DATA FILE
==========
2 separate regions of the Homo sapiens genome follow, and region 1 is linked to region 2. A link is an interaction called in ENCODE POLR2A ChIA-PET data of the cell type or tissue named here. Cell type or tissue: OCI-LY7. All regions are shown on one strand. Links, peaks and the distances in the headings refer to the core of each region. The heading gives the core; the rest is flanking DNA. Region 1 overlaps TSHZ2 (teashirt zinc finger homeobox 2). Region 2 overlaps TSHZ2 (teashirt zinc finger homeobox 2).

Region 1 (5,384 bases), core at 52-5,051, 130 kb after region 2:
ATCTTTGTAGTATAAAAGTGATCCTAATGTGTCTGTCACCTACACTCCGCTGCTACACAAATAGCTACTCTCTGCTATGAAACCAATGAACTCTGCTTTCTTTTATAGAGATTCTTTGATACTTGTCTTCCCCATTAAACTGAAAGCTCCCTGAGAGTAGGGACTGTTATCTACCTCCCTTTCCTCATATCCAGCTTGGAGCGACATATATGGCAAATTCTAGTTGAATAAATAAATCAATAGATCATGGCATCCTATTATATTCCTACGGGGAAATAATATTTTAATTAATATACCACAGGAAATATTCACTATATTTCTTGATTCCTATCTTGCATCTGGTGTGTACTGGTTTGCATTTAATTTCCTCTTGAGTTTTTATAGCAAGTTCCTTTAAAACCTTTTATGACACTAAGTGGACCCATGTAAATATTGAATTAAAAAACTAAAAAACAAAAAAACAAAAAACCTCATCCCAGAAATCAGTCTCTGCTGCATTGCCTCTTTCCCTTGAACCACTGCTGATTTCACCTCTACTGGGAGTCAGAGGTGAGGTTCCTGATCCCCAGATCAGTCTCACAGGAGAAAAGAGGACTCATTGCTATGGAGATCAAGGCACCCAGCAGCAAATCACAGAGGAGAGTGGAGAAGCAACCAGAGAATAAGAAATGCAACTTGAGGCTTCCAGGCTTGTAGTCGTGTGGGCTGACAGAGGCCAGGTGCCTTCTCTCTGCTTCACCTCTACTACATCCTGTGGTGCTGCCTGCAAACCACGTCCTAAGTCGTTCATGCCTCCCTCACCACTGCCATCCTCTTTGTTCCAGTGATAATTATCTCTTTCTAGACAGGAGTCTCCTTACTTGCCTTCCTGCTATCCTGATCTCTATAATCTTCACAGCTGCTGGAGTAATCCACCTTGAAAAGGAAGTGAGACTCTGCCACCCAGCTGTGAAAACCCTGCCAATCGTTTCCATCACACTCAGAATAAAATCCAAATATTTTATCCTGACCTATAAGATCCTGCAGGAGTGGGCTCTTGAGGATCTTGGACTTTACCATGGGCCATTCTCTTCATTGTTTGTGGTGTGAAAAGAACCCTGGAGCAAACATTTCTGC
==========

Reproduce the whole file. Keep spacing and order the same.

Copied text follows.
2 separate regions of the Homo sapiens genome follow, and region 1 is linked to region 2. A link is an interaction called in ENCODE POLR2A ChIA-PET data of the cell type or tissue named here. Cell type or tissue: OCI-LY7. All regions are shown on one strand. Links, peaks and the distances in the headings refer to the core of each region. The heading gives the core; the rest is flanking DNA. Region 1 overlaps TSHZ2 (teashirt zinc finger homeobox 2). Region 2 overlaps TSHZ2 (teashirt zinc finger homeobox 2).

Region 1 (5,384 bases), core at 52-5,051, 130 kb after region 2:
ATCTTTGTAGTATAAAAGTGATCCTAATGTGTCTGTCACCTACACTCCGCTGCTACACAAATAGCTACTCTCTGCTATGAAACCAATGAACTCTGCTTTCTTTTATAGAGATTCTTTGATACTTGTCTTCCCCATTAAACTGAAAGCTCCCTGAGAGTAGGGACTGTTATCTACCTCCCTTTCCTCATATCCAGCTTGGAGCGACATATATGGCAAATTCTAGTTGAATAAATAAATCAATAGATCATGGCATCCTATTATATTCCTACGGGGAAATAATATTTTAATTAATATACCACAGGAAATATTCACTATATTTCTTGATTCCTATCTTGCATCTGGTGTGTACTGGTTTGCATTTAATTTCCTCTTGAGTTTTTATAGCAAGTTCCTTTAAAACCTTTTATGACACTAAGTGGACCCATGTAAATATTGAATTAAAAAACTAAAAAACAAAAAAACAAAAAACCTCATCCCAGAAATCAGTCTCTGCTGCATTGCCTCTTTCCCTTGAACCACTGCTGATTTCACCTCTACTGGGAGTCAGAGGTGAGGTTCCTGATCCCCAGATCAGTCTCACAGGAGAAAAGAGGACTCATTGCTATGGAGATCAAGGCACCCAGCAGCAAATCACAGAGGAGAGTGGAGAAGCAACCAGAGAATAAGAAATGCAACTTGAGGCTTCCAGGCTTGTAGTCGTGTGGGCTGACAGAGGCCAGGTGCCTTCTCTCTGCTTCACCTCTACTACATCCTGTGGTGCTGCCTGCAAACCACGTCCTAAGTCGTTCATGCCTCCCTCACCACTGCCATCCTCTTTGTTCCAGTGATAATTATCTCTTTCTAGACAGGAGTCTCCTTACTTGCCTTCCTGCTATCCTGATCTCTATAATCTTCACAGCTGCTGGAGTAATCCACCTTGAAAAGGAAGTGAGACTCTGCCACCCAGCTGTGAAAACCCTGCCAATCGTTTCCATCACACTCAGAATAAAATCCAAATATTTTATCCTGACCTATAAGATCCTGCAGGAGTGGGCTCTTGAGGATCTTGGACTTTACCATGGGCCATTCTCTTCATTGTTTGTGGTGTGAAAAGAACCCTGGAGCAAACATTTCTGC